The Dean and Changing the Culture
One of the most important functions deans provide for their schools is helping to shape the culture of the school. Changing a culture is also one of the most difficult things to do. Steve Denning, author of The Leader's Guide to Radical Management, explained that, "...an organization’s culture comprises an interlocking set of goals, roles, processes, values, communications practices, attitudes and assumptions.The elements fit together as an mutually reinforcing system and combine to prevent any attempt to change it." Deans work on changing the culture from the position as second chair leader in their areas of influence. In many ways the position of the first chair leader (e.g., President) facilitates changing the culture easier than it is for the second chair.
As dean I only had influence in the corners of the institution for which I was directly responsible. Being good with boundaries, did not address directly other areas in the institution, though given the interlocking nature of complex organizations, all areas to some extent impacted my office and its work. When I was first chair at the school at which I was Principal, changing the culture was a lot easier. As first chair I set the tone, defined the values, and could make critical decisions to address liabilities. For example, I fired three persons my first year out of the need to establish a culture of accountability. One resource I had in that context was "the power of the paycheck" (something not available to most theological school deans). But firing the under performers only helped the solid people function better. And holding people accountable ultimately made for a healthier system.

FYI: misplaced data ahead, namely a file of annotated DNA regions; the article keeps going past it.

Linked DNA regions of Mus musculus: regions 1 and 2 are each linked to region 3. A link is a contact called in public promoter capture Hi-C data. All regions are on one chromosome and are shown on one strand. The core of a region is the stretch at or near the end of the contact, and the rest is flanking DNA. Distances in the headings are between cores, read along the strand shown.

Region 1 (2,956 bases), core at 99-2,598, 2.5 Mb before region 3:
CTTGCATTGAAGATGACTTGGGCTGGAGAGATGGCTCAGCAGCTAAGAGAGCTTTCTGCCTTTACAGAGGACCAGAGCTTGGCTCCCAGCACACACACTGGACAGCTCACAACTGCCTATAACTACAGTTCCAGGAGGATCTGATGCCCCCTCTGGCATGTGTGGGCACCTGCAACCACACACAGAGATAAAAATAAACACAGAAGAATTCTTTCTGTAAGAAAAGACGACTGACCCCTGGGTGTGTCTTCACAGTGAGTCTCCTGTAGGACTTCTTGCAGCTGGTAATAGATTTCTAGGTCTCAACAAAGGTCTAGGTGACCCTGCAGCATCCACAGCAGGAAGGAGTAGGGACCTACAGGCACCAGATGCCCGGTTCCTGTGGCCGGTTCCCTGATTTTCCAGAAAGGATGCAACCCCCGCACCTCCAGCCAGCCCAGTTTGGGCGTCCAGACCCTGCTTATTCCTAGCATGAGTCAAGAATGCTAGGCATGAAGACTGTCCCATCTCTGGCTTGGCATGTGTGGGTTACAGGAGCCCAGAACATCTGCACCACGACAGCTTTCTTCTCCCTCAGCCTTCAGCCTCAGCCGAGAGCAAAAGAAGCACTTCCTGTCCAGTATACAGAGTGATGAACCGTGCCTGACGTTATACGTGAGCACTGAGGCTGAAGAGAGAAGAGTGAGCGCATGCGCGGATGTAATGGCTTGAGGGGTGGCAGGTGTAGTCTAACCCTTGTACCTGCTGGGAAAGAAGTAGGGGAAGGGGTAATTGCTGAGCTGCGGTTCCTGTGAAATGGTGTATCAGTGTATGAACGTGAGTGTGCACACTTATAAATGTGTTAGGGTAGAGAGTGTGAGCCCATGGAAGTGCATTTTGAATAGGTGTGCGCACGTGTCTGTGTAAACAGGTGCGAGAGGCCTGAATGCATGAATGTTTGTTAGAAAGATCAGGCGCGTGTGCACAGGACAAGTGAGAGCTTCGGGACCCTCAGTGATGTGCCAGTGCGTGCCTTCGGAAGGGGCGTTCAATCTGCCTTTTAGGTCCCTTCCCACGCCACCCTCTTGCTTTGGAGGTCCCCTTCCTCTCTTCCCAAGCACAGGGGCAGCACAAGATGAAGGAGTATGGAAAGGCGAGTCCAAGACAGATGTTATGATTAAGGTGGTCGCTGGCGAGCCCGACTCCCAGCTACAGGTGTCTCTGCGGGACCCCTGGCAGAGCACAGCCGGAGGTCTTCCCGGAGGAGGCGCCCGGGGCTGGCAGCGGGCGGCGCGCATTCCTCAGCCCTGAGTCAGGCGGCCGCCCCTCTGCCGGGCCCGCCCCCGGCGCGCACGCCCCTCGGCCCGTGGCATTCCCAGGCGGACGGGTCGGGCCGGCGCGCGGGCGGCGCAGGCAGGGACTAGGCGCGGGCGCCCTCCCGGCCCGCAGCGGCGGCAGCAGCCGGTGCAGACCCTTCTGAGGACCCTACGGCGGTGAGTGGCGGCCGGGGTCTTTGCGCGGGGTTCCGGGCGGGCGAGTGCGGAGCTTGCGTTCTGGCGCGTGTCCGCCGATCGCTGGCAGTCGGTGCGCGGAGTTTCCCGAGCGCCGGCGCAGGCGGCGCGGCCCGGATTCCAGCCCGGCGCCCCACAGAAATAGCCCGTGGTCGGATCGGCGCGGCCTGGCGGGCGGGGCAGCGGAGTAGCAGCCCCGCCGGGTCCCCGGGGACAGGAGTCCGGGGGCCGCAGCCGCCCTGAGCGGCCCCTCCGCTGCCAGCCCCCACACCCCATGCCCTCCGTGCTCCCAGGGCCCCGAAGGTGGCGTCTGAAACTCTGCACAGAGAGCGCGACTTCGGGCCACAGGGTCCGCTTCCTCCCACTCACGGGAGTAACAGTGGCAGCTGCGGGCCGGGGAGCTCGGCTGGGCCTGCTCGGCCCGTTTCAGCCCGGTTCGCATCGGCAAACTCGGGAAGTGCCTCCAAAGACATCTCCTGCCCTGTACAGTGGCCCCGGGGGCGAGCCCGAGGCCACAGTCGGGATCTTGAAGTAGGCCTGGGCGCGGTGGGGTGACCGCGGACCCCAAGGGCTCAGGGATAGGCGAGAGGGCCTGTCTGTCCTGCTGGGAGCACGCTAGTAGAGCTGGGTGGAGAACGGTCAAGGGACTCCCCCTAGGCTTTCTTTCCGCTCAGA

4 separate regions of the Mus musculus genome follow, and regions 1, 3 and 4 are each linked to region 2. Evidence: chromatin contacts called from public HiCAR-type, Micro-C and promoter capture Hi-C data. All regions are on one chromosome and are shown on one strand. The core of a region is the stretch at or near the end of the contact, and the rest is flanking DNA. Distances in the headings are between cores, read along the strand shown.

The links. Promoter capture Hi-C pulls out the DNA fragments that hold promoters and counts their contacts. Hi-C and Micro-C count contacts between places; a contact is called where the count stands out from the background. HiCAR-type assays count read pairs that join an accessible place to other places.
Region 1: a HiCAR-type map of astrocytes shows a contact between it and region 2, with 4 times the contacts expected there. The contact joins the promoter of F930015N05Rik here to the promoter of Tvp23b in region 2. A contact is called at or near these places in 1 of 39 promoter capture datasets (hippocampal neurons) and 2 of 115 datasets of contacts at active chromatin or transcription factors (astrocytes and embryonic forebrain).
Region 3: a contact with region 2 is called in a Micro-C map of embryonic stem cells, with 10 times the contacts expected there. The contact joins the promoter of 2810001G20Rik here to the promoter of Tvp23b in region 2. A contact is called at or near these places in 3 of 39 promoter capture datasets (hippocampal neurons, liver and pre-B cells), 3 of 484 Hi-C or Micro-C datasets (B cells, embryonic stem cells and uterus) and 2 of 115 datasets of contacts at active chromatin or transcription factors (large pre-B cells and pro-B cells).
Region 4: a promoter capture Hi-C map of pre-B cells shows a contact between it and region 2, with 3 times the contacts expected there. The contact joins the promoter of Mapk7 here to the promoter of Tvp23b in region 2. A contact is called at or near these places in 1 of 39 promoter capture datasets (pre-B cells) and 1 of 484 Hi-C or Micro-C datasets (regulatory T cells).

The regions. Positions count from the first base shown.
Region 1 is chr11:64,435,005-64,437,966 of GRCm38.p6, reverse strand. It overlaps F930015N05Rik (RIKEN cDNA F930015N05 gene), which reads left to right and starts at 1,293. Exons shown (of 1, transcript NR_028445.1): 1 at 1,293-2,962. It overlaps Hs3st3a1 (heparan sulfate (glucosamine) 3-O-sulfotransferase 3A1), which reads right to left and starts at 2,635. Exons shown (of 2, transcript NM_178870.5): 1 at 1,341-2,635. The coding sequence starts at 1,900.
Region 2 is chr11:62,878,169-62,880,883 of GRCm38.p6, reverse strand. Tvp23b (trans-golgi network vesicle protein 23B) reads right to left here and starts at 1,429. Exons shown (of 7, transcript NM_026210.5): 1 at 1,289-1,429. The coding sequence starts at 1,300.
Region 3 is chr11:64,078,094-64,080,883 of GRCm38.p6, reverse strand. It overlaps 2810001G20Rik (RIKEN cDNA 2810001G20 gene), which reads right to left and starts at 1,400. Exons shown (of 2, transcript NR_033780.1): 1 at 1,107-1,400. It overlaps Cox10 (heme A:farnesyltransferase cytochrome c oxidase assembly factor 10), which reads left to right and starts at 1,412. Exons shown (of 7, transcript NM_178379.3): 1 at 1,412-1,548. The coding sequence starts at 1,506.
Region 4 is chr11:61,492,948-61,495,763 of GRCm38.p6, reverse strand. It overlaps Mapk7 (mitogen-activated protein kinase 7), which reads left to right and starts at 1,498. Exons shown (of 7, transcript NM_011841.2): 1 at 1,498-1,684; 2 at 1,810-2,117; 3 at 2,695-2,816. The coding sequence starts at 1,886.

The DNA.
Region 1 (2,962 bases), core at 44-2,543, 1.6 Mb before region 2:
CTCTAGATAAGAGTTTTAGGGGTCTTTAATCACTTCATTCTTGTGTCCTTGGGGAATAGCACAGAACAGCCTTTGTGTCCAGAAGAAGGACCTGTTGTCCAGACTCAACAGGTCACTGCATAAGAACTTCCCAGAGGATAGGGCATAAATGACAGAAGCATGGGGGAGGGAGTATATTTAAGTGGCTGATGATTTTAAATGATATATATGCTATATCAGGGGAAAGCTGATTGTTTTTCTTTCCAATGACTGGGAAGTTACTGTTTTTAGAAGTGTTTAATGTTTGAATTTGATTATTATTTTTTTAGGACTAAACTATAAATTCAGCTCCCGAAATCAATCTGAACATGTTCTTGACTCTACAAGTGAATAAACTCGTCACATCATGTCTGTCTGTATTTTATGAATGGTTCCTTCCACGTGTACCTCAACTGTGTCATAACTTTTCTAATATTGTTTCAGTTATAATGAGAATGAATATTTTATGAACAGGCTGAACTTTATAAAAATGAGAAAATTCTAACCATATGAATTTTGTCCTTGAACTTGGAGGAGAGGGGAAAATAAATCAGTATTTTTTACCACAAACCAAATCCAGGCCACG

Changing the culture means changing institutional values as well as corporate practices and behaviors. Defining those values that need to be cultivated and embodied through practices, behaviors, attitudes and demeanor is key. Once you identify those, you have to repeat them 1000 times, call them out when you see them, and provide correctives as necessary. The goal is to get the system to the place where everyone knows "the way we do it here," or, "This is what we do and how we do it because this is who we are."
Deans, with their Presidents, must take the lead in changing the culture. They set the tone, communicate expectations, and embody the cultural values they want to inculcate into the system. There will be resistance, but people in the system will follow.
From my perspective, here examples of values and behaviors that make for a healthy culture:
* Increased professionalism: decorum, graciousness, consideration, and effectiveness (one can be "cool" and professional).
* Practices of accountability. This includes a "no excuses" attitude for the things persons have responsibility for getting done. The function of educational assessment fits here.
* Cultivation and practice of transparency. Organizations need to trust their leaders. One can be brutally honest while being gracious.
* The practice of spiritual graces, like piety, hospitality, and humility. This is a critical cultural facet for seminaries preparing persons for ministry. "Formation" of clergy is more caught than taught.
* An expectation and demand for excellence.
* Promote, perpetuate, or reshape the narrative. Leaders need to "tell the story" of the system, often. But, leaders can re-shape and re-interpret the narrative. For example, re-shaping the narrative can involve telling "we used to be...., but now we are...."
The task of theological school deans is varied. Some days, it can seem we're responsible for just about everything in the system. And while these tasks are all important, none will be as far reaching in impact and significance than in the dean's capacity to shape a school's culture.